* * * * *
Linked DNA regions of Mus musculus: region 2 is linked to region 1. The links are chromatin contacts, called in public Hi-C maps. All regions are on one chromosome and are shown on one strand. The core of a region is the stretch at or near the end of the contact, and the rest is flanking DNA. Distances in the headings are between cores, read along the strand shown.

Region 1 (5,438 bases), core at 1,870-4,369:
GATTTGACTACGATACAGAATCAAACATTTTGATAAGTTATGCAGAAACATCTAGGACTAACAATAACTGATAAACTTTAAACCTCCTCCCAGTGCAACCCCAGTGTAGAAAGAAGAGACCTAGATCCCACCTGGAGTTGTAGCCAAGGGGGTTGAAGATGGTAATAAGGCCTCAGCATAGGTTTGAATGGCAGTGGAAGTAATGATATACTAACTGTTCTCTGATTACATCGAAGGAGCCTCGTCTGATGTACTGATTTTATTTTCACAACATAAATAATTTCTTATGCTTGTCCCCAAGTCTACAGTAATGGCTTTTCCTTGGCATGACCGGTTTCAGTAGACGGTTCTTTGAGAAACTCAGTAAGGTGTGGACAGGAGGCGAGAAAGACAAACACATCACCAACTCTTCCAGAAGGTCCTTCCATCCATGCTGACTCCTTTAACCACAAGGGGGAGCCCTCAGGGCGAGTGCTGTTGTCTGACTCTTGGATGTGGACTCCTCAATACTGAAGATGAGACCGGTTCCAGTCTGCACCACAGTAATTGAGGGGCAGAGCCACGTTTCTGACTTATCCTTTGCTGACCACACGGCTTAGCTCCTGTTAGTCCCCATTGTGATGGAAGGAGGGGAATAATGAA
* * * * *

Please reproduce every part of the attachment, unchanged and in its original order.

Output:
Linked DNA regions of Mus musculus: region 2 is linked to region 1. The links are chromatin contacts, called in public Hi-C maps. All regions are on one chromosome and are shown on one strand. The core of a region is the stretch at or near the end of the contact, and the rest is flanking DNA. Distances in the headings are between cores, read along the strand shown.

Region 1 (5,438 bases), core at 1,870-4,369:
GATTTGACTACGATACAGAATCAAACATTTTGATAAGTTATGCAGAAACATCTAGGACTAACAATAACTGATAAACTTTAAACCTCCTCCCAGTGCAACCCCAGTGTAGAAAGAAGAGACCTAGATCCCACCTGGAGTTGTAGCCAAGGGGGTTGAAGATGGTAATAAGGCCTCAGCATAGGTTTGAATGGCAGTGGAAGTAATGATATACTAACTGTTCTCTGATTACATCGAAGGAGCCTCGTCTGATGTACTGATTTTATTTTCACAACATAAATAATTTCTTATGCTTGTCCCCAAGTCTACAGTAATGGCTTTTCCTTGGCATGACCGGTTTCAGTAGACGGTTCTTTGAGAAACTCAGTAAGGTGTGGACAGGAGGCGAGAAAGACAAACACATCACCAACTCTTCCAGAAGGTCCTTCCATCCATGCTGACTCCTTTAACCACAAGGGGGAGCCCTCAGGGCGAGTGCTGTTGTCTGACTCTTGGATGTGGACTCCTCAATACTGAAGATGAGACCGGTTCCAGTCTGCACCACAGTAATTGAGGGGCAGAGCCACGTTTCTGACTTATCCTTTGCTGACCACACGGCTTAGCTCCTGTTAGTCCCCATTGTGATGGAAGGAGGGGAATAATGAA